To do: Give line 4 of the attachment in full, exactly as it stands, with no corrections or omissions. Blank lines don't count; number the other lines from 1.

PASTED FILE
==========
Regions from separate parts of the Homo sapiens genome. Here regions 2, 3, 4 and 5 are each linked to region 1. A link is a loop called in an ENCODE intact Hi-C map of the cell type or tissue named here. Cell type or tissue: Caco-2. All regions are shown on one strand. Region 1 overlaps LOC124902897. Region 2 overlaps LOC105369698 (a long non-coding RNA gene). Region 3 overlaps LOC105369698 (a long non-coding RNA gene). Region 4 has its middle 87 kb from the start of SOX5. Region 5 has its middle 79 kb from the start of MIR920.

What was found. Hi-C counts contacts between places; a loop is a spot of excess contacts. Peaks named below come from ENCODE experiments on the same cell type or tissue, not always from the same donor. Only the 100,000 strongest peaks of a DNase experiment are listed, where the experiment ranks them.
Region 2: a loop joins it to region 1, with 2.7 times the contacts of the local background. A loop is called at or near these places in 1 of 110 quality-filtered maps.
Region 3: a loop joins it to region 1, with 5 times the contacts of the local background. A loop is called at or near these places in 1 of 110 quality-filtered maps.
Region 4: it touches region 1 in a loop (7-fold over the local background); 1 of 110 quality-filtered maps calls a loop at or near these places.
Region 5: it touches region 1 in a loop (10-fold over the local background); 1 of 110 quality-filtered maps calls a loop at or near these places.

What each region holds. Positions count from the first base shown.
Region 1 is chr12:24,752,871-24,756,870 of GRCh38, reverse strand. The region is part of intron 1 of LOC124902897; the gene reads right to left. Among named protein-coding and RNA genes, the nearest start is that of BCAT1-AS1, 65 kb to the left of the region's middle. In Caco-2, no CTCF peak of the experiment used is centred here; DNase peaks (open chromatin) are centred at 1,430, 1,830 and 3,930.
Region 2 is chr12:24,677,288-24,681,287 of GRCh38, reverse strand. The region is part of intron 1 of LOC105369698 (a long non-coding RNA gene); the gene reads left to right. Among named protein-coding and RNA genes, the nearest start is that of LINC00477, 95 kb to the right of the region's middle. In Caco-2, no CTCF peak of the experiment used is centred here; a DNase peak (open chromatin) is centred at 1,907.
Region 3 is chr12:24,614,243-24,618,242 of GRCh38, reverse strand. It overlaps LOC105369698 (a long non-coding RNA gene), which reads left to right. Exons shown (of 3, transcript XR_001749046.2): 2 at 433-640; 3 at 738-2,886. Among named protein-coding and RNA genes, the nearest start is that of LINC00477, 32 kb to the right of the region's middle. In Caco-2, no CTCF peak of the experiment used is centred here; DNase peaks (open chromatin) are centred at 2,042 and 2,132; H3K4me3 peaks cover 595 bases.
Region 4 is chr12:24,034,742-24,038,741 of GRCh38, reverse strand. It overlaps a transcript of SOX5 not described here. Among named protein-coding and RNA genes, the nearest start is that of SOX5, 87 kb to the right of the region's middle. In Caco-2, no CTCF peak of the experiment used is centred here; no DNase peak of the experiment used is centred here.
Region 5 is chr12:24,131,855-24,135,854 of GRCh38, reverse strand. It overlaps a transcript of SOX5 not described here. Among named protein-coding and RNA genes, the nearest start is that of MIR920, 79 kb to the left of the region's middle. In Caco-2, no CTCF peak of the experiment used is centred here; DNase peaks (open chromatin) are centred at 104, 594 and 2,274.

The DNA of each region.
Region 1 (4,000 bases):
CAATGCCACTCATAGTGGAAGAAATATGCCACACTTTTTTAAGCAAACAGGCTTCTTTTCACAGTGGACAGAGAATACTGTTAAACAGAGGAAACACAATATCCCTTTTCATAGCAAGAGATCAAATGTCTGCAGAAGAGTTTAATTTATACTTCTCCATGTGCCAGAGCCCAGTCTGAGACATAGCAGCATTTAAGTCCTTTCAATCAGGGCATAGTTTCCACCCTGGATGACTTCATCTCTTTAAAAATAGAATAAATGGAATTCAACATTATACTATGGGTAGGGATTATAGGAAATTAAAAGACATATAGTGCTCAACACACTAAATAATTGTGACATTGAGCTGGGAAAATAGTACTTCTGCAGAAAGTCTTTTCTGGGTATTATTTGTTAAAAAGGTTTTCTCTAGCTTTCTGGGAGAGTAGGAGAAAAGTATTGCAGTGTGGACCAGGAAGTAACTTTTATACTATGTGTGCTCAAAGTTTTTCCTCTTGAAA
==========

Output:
Region 3: a loop joins it to region 1, with 5 times the contacts of the local background. A loop is called at or near these places in 1 of 110 quality-filtered maps.